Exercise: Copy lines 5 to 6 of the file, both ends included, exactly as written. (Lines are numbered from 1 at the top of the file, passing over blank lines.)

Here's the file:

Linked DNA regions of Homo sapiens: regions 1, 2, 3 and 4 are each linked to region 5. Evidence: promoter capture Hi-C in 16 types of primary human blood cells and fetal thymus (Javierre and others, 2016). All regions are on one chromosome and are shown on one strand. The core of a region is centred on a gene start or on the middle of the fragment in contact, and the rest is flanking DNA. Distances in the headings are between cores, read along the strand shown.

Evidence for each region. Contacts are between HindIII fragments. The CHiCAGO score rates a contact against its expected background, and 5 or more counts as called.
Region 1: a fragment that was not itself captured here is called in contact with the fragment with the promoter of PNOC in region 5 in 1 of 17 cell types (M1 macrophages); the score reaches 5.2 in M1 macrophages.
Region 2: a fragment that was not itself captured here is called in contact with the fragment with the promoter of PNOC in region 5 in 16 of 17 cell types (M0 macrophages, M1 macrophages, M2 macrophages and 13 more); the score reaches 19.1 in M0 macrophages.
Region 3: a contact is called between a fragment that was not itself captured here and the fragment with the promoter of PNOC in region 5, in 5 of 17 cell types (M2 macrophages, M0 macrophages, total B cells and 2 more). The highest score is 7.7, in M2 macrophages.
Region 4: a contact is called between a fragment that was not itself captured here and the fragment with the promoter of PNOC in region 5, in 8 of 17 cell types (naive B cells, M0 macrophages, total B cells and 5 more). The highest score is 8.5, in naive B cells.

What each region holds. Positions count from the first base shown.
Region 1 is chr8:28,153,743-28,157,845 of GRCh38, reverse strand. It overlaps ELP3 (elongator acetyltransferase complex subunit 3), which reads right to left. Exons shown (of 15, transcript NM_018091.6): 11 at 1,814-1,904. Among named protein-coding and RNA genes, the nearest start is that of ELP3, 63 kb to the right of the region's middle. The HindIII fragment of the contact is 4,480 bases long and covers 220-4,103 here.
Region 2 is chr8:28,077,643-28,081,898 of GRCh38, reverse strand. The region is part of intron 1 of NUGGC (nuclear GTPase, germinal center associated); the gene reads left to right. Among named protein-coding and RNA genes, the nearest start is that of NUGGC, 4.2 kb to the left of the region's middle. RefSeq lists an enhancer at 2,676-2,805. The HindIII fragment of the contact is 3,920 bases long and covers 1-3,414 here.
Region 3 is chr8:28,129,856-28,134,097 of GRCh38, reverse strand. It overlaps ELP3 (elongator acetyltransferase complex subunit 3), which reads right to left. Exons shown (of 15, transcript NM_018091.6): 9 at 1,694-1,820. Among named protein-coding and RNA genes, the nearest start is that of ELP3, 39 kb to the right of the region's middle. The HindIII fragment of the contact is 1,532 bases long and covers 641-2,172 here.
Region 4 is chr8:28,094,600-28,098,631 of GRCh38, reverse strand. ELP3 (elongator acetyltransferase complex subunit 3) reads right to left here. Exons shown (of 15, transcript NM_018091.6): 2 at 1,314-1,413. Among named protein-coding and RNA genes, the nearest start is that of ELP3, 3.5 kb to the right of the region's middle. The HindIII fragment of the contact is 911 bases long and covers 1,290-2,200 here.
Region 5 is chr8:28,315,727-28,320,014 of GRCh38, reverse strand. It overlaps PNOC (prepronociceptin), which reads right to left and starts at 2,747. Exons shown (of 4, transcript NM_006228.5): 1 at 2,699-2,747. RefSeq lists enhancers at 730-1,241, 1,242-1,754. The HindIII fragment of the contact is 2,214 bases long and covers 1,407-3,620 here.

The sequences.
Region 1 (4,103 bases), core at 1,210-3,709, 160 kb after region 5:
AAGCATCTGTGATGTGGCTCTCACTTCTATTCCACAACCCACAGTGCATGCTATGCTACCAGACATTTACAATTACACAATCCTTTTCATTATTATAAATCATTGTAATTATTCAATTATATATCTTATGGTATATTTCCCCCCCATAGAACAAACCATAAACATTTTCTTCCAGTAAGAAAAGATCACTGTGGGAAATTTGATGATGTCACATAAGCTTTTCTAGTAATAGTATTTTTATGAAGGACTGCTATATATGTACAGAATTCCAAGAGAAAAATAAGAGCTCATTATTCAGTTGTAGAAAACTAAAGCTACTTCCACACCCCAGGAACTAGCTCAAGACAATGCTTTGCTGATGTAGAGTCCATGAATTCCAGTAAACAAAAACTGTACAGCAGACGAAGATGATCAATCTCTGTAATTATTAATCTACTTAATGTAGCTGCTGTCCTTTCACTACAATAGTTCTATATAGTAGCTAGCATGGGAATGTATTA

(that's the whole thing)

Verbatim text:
Region 3: a contact is called between a fragment that was not itself captured here and the fragment with the promoter of PNOC in region 5, in 5 of 17 cell types (M2 macrophages, M0 macrophages, total B cells and 2 more). The highest score is 7.7, in M2 macrophages.
Region 4: a contact is called between a fragment that was not itself captured here and the fragment with the promoter of PNOC in region 5, in 8 of 17 cell types (naive B cells, M0 macrophages, total B cells and 5 more). The highest score is 8.5, in naive B cells.